Katie and her partner Michael kayaking.

Katie and her partner, Michael, kayaking.

Interview with Katie McCoid
Landmark has provided assistance to the Grindstone Lake Foundation in their pursuit to purchase and protect a 57-acre property with a former cranberry bog in Sawyer County. Katie McCoid is a Grindstone Lake Foundation board member. We interviewed her about her love for Grindstone Lake and what’s at risk if the bog is not protected.
How long have you been going to Grindstone Lake? 

My family will be celebrating our 50th year on Grindstone next year! We’re three generations enjoying this beautiful lake.

What compelled you to serve on the board of the Grindstone Lake Foundation? 

My daily walks are to the boat landing that shares an eastern border with the cranberry bog. When the property was for sale, I thought about how much the landscape and lake would change if major development happened on the bog property. When the Foundation acquired the land, and I had an opportunity to help fundraise to pay back the loan from our lienholder, it was an easy decision. We all fight water quality in NW Wisconsin and I’m proud to have an opportunity to be a part of that.

Loon and baby.

Loon and baby.

Katie's nieces and nephews swimming.

Katie’s nieces and nephews swimming.

What’s your favorite thing to do at the cranberry bog? 

The bog’s shoreline view is one of my favorite views of the lake. My favorite things to do on Grindstone Lake are hanging out on the dock, listening to the loons and enjoying time with family. Swimming and playing in the water with my niece and nephews is a very close second.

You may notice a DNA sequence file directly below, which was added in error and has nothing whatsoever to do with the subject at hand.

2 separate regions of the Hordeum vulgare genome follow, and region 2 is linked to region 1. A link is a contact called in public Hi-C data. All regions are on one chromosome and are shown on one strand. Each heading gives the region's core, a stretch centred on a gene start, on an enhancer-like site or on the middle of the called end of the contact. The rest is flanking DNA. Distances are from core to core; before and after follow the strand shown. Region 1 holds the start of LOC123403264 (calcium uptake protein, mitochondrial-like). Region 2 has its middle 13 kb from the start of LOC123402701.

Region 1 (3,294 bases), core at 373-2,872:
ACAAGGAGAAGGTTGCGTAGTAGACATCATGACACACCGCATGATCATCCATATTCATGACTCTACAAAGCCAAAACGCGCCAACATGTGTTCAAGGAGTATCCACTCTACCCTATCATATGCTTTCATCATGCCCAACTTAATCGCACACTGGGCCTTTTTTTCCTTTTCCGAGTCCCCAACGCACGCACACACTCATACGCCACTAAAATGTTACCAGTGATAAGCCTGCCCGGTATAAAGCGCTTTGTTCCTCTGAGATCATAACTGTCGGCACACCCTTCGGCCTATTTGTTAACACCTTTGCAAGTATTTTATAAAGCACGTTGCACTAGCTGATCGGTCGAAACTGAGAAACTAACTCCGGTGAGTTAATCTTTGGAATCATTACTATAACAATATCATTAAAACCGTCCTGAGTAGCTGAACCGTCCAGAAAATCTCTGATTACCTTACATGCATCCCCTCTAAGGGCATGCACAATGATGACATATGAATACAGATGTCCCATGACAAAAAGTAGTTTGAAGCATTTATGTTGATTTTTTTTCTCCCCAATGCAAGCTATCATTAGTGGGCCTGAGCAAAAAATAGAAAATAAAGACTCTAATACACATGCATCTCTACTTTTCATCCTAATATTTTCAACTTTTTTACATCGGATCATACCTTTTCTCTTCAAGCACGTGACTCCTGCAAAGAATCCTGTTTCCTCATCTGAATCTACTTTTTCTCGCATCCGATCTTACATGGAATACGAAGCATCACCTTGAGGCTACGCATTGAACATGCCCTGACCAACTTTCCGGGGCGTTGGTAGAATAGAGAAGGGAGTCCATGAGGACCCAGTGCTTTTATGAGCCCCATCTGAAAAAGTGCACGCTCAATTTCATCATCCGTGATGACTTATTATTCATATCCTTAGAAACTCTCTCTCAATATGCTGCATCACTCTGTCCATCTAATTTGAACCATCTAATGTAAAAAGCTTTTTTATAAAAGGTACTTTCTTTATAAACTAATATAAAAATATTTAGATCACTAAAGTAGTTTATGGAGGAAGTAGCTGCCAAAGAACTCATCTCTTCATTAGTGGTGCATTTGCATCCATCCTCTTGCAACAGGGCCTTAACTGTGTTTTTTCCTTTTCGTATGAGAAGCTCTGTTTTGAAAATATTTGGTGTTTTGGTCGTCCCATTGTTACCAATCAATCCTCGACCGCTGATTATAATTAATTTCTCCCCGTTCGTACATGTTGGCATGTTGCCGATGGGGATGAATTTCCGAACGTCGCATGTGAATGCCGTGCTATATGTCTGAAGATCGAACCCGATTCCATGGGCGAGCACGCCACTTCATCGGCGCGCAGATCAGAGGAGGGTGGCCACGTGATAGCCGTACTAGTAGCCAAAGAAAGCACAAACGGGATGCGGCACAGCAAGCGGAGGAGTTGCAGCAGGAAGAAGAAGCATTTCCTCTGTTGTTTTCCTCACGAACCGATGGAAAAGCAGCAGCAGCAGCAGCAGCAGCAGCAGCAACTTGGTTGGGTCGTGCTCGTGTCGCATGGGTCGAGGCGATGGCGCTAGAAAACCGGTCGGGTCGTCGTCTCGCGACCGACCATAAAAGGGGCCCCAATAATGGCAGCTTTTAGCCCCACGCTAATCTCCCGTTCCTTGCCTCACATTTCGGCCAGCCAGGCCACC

Shoreline View

Shoreline View

Why is it important to protect the cranberry bog?

We have an opportunity to return 57 acres to its natural state as much as is possible. Developers have continued to have an interest in the land but have so far been hampered by DNR restrictions. That doesn’t mean it couldn’t happen in some form if we’re not successful in gaining clear title to the cranberry bog to secure its future and restoration. We’ve brainstormed ideas to offer shoreline conservation demos to property owners, create trails for recreation, provide opportunities for community education, and restore the wetlands. All of this has the potential to serve this community and this lake well into the future.

The Grindstone Lake Foundation was founded for the purpose of acquiring and rehabilitating a 57-acre tract of land – comprised predominantly of a cranberry bog – on the Grindstone Lake shoreline. Their mission is to steward the protection, restoration and preservation of the track to wetlands and create a community-supported nature area that is publicly accessible to Grindstone Lake residents and visitors. Thanks to a generous benefactor who provided financing for the acquisition, the property was purchased with the intent of avoiding future development.  The Grindstone Lake Foundation is working hard to pay back the benefactor. The Foundation has raised over half of what they need to purchase the Grindstone Lake Cranberry Bog. They recently received a matching grant to help them reach the finish line. Learn more about the Grindstone Lake Foundation and the cranberry bog at savethebog.org.